The story opens on Persephone—a spunky slave who hates her pig-like owner and isn’t afraid to show it. Her simple, dreary life is forever changed when she happens upon a Gypsy thief named Azriel, who is trying to steal one of her owner’s chickens.

Oh, Azriel. What a great character. He is a true rascal—rough around the edges, mischievous but moral, with chiselled good looks and a goofy sense of humour. Of course, he and Persephone have fiery chemistry; their prickly banter made me laugh out loud more than once.

A Fools Errand by Maureen Fergus

As anyone who grew up on a diet of Disney movies will tell you, the best part of a good adventure story is often the villain—and this story has a killer villain. Meet the Regent Mordecai: a psychopath with a horribly disfigured body, perfect face, and serious inferiority complex. He is soothed by the pain and suffering of others—think King Joffrey in Game of Thrones. You get it now, right? This guy is a real piece of work. It’s especially bad for the Gypsies, who Mordecai hates with a passion (you’ll find out why) and who have been systematically slaughtered to the brink of extinction.

I will leave it at that. The Gypsy King is a classic adventure story with impressive plot twists, great characters, non-cheesy romance, suspense, mystery, and humour. For me, it was a splendid introduction to the world of YA and a throwback to the badass fairy tales that I devoured growing up. The best part? It has a sequel coming out this October! Don’t mind me; I’ll just be under the covers with my flashlight, reading.

Guest Post: EVERY NEVER AFTER by Lesley Livingston Review

Al is trying to come to grips with being the third wheel with her best friend, Clare, and Clare’s boyfriend, Milo, who also happens to be Al’s cousin. Little did she know that she was about to embark on an adventure that will test her skills and her friendships.

by Siobhan Clayton



Lesley Livingston

Publication Date:
12 Mar 2013

It’s happening again!

Despite their vow to each other at the end of Once Every Never, best friends Clare and Allie once more find themselves in trouble—and travelling in time. Indulging in a low-key vacation at Glastonbury Tor, taking part in an archaeological dig while soaking up the sights of summertime England, the girls have promised each other: no time travel shenanigans; no involvement with dangerous Druids or villainous museum thieves; and definitely no weirdness about the fact that Clare is now seriously dating Milo, Allie’s super-genius hottie cousin!

But when Allie makes an unexpected discovery at the dig site—a skull—the grisly artifact sends her spiralling back in time to a Roman encampment besieged by rampaging Celts. Caught between the Legions and the war band, Allie is rescued from certain death by Marcus, a young Roman soldier with a secret. As she struggles to survive in the past, Clare and Milo race desperately against time in the present to bring Allie home…before she loses her head OR her heart.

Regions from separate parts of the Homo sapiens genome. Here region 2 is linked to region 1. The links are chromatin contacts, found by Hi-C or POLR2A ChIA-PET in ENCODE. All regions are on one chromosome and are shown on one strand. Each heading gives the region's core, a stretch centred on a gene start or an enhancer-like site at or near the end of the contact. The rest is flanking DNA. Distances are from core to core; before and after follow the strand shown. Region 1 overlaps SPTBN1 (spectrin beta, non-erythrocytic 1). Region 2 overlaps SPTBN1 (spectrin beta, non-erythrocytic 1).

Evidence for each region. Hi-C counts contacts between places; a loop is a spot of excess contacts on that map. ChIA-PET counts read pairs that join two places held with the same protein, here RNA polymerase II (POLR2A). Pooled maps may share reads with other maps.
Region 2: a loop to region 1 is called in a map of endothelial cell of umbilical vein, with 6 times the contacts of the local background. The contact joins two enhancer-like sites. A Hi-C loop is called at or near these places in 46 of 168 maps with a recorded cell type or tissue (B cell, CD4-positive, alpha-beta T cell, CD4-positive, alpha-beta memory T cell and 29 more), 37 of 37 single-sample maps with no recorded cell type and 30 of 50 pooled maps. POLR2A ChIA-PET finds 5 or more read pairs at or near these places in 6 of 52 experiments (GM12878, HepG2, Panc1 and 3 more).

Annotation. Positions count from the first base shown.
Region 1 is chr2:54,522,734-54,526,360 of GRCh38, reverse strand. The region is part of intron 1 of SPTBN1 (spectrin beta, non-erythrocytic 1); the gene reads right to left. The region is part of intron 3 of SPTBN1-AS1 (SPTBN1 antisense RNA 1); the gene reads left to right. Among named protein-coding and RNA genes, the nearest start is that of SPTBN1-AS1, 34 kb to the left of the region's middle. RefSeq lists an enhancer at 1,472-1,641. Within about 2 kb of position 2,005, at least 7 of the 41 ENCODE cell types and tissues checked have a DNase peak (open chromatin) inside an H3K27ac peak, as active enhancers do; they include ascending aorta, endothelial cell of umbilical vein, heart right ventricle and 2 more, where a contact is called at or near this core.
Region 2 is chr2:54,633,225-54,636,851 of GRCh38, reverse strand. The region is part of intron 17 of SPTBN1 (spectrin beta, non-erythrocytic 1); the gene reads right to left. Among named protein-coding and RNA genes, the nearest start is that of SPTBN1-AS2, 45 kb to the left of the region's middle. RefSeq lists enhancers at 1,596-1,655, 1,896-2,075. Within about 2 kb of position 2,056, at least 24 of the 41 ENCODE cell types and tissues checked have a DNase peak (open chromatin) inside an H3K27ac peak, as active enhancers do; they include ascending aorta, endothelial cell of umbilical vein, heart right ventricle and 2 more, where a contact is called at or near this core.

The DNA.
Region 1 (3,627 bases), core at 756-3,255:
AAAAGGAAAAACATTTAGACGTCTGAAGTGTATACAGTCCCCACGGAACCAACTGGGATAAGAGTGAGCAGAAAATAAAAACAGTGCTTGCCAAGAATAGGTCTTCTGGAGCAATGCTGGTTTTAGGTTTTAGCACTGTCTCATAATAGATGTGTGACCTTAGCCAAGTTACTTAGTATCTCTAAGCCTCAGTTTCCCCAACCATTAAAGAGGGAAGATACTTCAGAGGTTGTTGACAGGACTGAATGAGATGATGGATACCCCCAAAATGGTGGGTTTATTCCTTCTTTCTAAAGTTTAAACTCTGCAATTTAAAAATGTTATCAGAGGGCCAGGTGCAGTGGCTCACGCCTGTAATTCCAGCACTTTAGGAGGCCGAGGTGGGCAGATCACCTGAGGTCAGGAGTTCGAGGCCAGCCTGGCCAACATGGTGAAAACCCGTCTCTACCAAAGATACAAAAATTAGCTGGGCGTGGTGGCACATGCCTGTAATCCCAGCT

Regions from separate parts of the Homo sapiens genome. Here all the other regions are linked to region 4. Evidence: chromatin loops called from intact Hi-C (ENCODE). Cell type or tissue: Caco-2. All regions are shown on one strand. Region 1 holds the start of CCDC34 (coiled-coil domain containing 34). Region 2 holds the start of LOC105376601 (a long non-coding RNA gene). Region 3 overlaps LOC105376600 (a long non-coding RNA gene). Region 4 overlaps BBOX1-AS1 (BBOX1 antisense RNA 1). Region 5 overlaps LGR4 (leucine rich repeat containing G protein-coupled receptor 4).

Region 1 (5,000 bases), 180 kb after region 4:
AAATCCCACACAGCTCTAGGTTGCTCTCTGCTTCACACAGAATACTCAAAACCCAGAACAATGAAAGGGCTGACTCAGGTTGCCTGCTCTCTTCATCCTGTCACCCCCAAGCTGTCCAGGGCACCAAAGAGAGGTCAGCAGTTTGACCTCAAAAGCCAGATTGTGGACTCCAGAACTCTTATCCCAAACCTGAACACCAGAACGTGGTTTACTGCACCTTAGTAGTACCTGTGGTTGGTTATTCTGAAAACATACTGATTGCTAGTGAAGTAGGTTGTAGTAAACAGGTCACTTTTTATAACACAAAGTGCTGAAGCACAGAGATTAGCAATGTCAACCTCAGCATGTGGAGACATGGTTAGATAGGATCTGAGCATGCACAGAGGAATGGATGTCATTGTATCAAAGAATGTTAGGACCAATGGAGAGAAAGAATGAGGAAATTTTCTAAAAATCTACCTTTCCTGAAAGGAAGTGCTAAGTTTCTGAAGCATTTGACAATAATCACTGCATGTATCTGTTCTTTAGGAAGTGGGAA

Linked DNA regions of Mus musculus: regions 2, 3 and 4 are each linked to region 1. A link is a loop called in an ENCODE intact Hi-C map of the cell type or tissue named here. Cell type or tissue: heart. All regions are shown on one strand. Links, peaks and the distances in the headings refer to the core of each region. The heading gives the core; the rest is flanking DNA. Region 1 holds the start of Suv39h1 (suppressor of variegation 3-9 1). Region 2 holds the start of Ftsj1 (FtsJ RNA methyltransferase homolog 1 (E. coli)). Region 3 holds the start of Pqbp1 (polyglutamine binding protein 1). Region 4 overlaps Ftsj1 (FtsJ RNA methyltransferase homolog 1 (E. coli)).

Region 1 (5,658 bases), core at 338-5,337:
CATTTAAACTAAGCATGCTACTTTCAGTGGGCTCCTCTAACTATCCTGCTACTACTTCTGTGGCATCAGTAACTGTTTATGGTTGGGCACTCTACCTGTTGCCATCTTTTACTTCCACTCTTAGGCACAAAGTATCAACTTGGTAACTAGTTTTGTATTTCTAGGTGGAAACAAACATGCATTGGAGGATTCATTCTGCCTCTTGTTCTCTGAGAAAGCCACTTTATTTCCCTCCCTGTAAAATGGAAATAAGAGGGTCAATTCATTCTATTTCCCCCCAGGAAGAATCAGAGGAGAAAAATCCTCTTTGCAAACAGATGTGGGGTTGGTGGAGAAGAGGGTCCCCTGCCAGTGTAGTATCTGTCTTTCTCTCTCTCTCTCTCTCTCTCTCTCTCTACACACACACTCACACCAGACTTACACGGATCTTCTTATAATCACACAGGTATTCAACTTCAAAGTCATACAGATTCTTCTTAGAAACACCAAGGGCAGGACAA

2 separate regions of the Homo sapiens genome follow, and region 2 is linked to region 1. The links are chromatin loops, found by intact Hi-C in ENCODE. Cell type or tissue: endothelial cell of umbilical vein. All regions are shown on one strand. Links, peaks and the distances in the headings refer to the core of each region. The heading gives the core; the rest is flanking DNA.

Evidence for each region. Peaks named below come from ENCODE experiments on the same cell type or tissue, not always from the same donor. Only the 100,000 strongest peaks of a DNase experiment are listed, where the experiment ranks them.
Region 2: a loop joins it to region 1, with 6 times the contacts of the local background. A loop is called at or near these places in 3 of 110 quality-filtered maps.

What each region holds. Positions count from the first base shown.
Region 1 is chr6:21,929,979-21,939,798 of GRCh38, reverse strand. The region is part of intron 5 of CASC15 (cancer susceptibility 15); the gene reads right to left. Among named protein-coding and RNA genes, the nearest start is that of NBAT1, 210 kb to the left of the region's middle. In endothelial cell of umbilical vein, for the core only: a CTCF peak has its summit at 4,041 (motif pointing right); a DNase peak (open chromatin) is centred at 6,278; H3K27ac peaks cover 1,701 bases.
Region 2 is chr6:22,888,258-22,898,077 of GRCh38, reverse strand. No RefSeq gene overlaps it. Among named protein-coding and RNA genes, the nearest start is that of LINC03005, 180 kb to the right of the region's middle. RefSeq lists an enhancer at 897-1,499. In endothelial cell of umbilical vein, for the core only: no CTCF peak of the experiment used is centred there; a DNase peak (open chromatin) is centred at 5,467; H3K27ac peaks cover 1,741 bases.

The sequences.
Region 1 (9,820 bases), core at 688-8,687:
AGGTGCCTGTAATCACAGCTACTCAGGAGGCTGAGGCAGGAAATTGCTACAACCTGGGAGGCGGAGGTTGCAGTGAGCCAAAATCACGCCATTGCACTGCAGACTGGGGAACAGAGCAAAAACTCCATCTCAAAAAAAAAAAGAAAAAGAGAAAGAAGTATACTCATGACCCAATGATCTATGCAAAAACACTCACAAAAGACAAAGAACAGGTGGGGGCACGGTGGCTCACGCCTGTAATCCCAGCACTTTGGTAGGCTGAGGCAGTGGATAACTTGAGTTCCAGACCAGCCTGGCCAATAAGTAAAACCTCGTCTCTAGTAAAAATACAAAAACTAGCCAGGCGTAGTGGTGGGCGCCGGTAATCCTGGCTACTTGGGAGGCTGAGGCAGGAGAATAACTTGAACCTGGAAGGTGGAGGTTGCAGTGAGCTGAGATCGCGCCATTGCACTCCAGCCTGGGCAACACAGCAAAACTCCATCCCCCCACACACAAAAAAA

It has happened again. Al and Clare are thrust into a situation that involves time travel and a man who doesn’t seem to want to disappear, even if he is trapped a thousand years before he was even born.

In Every Never After, we follow Clare and Al on a journey that spans years, thousands of years, in fact. But this time it’s not Clare who goes back in time, it’s Al, and she has bigger problems than losing her heart to a very handsome solider—she has no way of getting back.

What I loved most about this book was the rich history that surrounds not only Al, but also Clare and the very sweet Milo. They all have a connection to the past, and it’s evident on every page. The representation of the Roman time period is amazingly done, and I found myself wanting to read more and more of those passages. These parts of the book were solely focused on Al, and I was so glad they were. We didn’t get to see a lot of her in the first book, and this time we got a clear view. I love Al—she is so much more than you think. Yes, she is obsessed with technology and being the third wheel to Milo and Clare’s relationship, but she doesn’t seem to see what everyone else around her does—that she is beautiful and wanted.

Al and Clare are two of my favourite young adult characters. Why? Because they are smart, naive, and just plain awesome. Al is a self-professed geek who loves Star Wars and anything tech related. Clare is trying to find her place in between two people she considers the smartest she knows, and not being able to help Al is tearing her apart.

If you have not read this series yet, please do. Lesley Livingston has a way with words. She knows how to capture the essence of a teenage girl on the brink of her life, or two teenage girls in this case. The dialogue is sarcastic and full of wit. You will not be disappointed!